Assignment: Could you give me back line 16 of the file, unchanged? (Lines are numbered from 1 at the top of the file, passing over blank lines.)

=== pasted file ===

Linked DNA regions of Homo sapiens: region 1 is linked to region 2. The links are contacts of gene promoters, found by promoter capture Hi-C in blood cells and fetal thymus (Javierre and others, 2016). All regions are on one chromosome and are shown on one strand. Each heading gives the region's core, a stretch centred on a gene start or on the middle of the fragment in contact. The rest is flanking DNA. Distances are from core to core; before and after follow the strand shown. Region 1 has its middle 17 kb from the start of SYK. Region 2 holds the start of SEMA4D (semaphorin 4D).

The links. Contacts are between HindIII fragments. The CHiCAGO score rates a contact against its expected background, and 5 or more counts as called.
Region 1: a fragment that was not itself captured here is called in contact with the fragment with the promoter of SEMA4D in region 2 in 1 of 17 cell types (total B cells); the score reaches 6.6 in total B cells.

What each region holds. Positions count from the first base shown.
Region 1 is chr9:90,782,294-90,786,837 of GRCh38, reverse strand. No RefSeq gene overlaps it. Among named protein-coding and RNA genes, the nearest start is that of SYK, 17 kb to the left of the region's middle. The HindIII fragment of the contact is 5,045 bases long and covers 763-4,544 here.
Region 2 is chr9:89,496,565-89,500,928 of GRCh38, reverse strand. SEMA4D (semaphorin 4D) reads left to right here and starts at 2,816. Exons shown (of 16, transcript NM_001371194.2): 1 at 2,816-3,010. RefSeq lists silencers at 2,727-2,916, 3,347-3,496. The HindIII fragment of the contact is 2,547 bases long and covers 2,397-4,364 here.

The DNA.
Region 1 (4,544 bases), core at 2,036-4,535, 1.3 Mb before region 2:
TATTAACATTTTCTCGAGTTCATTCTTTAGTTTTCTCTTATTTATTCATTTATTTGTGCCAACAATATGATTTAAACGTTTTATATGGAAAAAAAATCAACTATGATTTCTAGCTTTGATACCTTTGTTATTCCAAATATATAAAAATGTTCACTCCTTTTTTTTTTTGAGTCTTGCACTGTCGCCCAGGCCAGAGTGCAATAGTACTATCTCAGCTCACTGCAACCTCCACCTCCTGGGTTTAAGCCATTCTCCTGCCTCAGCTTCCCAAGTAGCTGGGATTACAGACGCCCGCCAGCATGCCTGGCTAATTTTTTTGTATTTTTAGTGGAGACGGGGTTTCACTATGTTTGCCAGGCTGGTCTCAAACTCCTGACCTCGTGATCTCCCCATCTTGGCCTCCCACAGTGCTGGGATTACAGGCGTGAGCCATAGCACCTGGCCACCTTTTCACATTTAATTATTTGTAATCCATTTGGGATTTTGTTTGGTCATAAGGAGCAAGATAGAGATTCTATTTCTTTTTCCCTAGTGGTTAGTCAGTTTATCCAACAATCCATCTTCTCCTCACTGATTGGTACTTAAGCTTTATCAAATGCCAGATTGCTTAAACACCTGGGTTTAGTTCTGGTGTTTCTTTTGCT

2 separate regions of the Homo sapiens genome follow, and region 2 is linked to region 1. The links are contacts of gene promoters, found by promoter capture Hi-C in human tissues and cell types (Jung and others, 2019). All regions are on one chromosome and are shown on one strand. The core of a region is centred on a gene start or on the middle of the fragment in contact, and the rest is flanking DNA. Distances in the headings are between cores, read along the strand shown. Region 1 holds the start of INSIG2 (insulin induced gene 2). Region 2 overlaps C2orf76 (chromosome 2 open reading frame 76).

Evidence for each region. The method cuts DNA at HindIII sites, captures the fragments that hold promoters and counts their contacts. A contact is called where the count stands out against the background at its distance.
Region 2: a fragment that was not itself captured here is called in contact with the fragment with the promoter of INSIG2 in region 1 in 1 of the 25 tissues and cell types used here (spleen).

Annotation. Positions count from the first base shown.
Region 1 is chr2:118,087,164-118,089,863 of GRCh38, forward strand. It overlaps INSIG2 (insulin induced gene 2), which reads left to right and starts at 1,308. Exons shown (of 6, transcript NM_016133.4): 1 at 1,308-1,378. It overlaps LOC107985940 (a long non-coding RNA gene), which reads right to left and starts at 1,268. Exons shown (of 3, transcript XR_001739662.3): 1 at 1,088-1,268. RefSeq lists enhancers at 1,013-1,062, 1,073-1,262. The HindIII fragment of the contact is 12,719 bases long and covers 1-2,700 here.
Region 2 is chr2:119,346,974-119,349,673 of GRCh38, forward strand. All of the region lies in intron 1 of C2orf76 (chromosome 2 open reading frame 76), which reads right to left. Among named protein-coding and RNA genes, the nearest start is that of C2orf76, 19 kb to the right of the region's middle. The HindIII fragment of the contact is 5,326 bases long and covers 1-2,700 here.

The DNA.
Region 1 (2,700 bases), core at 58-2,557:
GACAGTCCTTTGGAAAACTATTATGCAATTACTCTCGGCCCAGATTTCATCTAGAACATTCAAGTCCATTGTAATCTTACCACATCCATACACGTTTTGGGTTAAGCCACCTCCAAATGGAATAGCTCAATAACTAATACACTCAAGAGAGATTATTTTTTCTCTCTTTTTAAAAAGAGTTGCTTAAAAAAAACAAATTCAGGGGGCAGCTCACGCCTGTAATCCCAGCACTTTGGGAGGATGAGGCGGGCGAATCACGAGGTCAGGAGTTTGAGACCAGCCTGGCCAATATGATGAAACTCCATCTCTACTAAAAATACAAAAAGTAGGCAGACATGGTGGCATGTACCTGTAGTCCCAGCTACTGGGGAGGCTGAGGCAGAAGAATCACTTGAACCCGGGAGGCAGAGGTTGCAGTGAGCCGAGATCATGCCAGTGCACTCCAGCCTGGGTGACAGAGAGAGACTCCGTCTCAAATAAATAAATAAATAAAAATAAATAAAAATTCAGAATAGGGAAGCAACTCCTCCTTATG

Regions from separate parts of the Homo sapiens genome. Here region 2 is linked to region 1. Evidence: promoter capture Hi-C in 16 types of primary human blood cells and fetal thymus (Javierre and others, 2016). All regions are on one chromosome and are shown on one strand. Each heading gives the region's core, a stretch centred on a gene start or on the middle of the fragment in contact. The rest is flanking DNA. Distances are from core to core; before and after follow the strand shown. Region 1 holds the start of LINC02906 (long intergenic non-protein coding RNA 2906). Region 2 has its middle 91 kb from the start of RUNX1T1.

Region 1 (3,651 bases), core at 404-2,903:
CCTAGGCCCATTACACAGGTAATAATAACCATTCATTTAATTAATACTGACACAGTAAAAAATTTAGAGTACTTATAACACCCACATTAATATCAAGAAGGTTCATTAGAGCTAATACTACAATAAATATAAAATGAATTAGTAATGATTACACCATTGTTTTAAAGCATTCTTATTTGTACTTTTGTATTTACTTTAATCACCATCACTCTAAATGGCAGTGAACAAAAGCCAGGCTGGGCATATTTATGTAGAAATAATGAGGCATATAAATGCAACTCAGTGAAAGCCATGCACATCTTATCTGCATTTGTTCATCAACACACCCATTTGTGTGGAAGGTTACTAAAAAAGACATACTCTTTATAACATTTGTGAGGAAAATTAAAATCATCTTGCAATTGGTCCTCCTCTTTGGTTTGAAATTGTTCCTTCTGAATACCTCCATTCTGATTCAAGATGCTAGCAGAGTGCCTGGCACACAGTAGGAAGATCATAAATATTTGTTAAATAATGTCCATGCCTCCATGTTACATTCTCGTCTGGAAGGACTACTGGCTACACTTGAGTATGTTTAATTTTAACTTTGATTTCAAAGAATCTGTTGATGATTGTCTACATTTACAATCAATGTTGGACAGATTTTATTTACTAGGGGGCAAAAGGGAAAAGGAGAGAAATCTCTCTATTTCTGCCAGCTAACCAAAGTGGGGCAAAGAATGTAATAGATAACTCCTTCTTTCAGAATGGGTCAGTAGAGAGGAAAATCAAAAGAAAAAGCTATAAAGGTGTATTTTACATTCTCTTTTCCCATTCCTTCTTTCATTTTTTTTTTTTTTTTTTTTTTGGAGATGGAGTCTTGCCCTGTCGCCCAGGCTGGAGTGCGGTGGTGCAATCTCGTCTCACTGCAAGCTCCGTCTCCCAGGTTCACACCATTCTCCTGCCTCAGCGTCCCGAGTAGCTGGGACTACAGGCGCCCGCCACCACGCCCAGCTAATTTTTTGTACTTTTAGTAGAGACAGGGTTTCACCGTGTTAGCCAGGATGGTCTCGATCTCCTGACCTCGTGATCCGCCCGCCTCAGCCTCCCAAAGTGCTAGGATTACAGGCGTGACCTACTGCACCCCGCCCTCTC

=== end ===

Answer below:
The DNA.